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Find video protocols related to scientific articles indexed in Pubmed.
Soluble DPP4 induces inflammation and proliferation of human smooth muscle cells via protease-activated receptor 2.
Biochim. Biophys. Acta
PUBLISHED: 05-27-2014
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DPP4 is an ubiquitously expressed cell-surface protease that is shedded to the circulation as soluble DPP4 (sDPP4). We recently identified sDPP4 as a novel adipokine potentially linking obesity to the metabolic syndrome. The aim of this study was to investigate direct effects of sDPP4 on human vascular smooth muscle cells (hVSMCs) and to identify responsible signaling pathways. Using physiological concentrations of sDPP4, we could observe a concentration-dependent activation of ERK1/2 (3-fold) after 6h, which remained stable for up to 24h. Additionally, sDPP4 treatment induced a 1.5-fold phosphorylation of the NF-?B subunit p65. In accordance with sDPP4-induced stress and inflammatory signaling, sDPP4 also stimulates hVSMC proliferation. Furthermore we could observe an increased expression and secretion of pro-inflammatory cytokines like interleukin (IL)-6, IL-8 and MCP-1 (2.5-, 2.4- and 1.5-fold, respectively) by the sDPP4 treatment. All direct effects of sDPP4 on signaling, proliferation and inflammation could completely be prevented by DPP4 inhibition. Bioinformatic analysis and signaling signature induced by sDPP4 suggest that sDPP4 might be an agonist for PAR2. After the silencing of PAR2, the sDPP4-induced ERK activation as well as the proliferation was totally abolished. Additionally, the sDPP4-induced upregulation of IL-6 and IL-8 could completely be prevented by the PAR2 silencing. In conclusion, we show for the first time that sDPP4 directly activates the MAPK and NF-?B signaling cascade involving PAR2 and resulting in the induction of inflammation and proliferation of hVSMC. Thus, our in vitro data might extend the current view of sDPP4 action and shed light on cardiovascular effects of DPP4-inhibitors.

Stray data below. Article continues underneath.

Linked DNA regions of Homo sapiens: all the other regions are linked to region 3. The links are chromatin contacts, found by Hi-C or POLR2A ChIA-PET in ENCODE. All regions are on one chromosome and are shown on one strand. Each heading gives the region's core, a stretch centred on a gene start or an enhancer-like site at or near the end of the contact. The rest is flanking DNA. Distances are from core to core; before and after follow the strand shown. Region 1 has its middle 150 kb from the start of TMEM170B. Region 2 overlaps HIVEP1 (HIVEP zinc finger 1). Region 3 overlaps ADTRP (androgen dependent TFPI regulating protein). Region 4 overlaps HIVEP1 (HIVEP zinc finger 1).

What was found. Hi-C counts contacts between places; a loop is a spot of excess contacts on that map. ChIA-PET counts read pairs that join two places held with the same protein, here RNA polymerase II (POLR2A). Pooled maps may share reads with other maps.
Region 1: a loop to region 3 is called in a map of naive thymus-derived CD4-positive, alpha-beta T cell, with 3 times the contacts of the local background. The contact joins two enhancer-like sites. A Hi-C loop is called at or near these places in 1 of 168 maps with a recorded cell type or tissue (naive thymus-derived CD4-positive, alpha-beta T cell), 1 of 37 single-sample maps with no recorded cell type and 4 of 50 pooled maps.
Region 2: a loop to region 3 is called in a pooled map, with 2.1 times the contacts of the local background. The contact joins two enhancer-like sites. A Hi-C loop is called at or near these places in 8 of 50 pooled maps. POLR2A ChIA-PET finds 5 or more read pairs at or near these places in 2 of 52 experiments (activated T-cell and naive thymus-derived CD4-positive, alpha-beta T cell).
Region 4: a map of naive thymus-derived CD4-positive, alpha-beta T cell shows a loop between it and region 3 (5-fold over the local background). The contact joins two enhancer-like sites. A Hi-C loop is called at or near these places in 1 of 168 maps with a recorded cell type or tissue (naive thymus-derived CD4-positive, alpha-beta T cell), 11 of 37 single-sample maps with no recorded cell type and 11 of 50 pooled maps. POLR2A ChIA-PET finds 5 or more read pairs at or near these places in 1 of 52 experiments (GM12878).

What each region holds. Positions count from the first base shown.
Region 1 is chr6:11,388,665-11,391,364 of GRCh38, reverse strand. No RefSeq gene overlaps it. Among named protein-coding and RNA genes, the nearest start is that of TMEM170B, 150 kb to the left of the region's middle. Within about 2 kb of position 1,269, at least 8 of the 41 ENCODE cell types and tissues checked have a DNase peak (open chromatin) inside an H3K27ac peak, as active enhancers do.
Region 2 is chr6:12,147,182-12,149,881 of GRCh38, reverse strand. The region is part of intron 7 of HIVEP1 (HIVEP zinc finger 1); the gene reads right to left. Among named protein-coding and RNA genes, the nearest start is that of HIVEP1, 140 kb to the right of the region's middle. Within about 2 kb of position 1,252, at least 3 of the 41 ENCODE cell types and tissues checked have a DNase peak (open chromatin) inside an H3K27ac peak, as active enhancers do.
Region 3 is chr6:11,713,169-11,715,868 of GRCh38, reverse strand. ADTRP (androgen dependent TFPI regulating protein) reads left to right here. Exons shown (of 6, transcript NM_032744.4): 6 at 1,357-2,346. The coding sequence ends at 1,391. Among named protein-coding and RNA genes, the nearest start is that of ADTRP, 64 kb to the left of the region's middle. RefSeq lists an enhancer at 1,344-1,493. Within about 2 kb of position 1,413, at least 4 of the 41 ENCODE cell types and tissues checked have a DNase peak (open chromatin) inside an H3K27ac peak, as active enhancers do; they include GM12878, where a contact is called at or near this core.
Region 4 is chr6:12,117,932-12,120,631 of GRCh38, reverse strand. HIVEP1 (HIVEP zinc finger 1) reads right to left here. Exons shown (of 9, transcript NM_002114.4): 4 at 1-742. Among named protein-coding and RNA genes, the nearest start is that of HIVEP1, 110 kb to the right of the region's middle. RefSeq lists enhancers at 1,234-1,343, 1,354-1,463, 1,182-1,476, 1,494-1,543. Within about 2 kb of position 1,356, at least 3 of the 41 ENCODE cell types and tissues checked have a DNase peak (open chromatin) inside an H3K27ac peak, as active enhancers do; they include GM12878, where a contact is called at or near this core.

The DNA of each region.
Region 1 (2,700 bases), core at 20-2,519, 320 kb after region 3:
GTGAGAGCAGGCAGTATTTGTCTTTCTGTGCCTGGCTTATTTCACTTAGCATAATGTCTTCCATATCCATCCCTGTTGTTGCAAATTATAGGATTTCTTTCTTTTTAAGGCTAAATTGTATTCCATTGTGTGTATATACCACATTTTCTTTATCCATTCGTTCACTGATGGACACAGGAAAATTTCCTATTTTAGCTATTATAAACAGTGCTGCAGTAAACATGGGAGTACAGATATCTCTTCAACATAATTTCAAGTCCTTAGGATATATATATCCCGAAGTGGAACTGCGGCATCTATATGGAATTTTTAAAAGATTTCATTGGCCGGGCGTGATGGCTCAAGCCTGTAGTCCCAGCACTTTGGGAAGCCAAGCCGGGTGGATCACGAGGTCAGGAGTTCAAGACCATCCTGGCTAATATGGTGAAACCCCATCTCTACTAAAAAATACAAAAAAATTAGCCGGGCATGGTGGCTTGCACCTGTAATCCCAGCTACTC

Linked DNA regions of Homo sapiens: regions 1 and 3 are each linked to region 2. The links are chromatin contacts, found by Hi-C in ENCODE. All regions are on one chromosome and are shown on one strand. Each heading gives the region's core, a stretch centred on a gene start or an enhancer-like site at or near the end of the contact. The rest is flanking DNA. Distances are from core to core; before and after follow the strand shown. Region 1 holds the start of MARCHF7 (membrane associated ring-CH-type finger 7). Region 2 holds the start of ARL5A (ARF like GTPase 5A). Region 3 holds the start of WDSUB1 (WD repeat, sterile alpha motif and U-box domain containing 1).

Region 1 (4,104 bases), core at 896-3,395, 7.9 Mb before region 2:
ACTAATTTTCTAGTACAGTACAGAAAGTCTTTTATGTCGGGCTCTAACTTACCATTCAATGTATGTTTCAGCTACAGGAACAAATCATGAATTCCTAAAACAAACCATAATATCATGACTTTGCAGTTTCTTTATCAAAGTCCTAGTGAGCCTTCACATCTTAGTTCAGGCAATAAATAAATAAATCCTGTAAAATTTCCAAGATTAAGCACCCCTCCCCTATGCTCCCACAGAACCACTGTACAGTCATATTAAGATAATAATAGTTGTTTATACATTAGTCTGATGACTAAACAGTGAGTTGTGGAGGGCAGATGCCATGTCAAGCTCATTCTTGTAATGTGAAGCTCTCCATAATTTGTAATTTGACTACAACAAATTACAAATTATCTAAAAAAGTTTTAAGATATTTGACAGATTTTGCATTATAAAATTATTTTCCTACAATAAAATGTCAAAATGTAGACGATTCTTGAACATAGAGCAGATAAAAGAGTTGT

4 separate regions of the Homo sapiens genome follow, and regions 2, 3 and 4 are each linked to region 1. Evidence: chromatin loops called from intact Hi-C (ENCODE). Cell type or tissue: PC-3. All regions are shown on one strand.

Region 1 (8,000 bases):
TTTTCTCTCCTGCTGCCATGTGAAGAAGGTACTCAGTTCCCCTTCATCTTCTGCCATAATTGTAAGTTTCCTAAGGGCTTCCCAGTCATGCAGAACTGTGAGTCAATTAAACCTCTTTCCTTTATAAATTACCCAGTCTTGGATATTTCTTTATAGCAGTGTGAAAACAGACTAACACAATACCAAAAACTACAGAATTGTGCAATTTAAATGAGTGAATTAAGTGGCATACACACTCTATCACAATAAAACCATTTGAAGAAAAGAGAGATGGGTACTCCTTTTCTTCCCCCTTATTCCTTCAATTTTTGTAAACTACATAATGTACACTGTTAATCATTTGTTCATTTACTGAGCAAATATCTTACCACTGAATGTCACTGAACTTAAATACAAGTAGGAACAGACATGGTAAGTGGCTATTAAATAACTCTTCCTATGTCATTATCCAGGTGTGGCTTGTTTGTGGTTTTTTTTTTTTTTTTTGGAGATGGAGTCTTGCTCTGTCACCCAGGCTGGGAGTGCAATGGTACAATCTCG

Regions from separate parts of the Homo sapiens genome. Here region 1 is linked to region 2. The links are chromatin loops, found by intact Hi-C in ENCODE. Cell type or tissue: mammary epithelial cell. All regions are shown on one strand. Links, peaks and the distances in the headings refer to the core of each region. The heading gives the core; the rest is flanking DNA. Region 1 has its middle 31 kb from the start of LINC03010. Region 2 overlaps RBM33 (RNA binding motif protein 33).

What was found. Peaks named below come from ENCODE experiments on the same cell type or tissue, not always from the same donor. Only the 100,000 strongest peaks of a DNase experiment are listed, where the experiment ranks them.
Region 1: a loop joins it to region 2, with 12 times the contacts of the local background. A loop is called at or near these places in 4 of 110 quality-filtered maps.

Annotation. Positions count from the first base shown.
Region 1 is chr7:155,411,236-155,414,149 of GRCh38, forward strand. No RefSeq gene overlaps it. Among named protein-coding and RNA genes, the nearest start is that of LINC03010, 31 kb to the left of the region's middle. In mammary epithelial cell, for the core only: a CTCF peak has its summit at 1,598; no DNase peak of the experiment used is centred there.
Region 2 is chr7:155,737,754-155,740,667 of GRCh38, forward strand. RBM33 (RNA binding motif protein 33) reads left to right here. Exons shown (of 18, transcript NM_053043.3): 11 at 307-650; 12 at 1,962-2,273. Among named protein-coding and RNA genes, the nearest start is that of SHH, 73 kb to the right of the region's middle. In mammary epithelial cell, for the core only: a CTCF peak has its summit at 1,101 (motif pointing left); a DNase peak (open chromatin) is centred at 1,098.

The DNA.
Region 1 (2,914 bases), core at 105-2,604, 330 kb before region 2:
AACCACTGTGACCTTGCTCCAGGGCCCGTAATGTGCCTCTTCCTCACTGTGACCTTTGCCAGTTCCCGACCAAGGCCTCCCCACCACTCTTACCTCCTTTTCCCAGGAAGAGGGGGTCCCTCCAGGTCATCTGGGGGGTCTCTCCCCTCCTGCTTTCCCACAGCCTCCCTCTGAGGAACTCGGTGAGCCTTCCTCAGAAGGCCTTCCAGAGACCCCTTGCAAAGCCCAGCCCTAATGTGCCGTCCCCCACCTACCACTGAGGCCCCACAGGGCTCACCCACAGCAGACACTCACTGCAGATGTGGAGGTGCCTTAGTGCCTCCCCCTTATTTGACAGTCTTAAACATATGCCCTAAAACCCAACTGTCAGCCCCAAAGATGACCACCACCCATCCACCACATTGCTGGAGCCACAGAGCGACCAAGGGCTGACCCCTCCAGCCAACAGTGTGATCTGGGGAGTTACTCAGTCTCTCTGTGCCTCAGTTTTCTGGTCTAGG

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Visfatin as a novel mediator released by inflamed human endothelial cells.
PLoS ONE
PUBLISHED: 01-01-2013
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Visfatin is a multifaceted adipokine whose circulating levels are enhanced in different metabolic diseases. Extracellular visfatin can exert various deleterious effects on vascular cells, including inflammation and proliferation. Limited evidence exists, however, on the capacity of human vascular cells to synthesize and release visfatin by themselves, under basal or pro-inflammatory conditions.
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Visfatin impairs endothelium-dependent relaxation in rat and human mesenteric microvessels through nicotinamide phosphoribosyltransferase activity.
PLoS ONE
PUBLISHED: 05-31-2011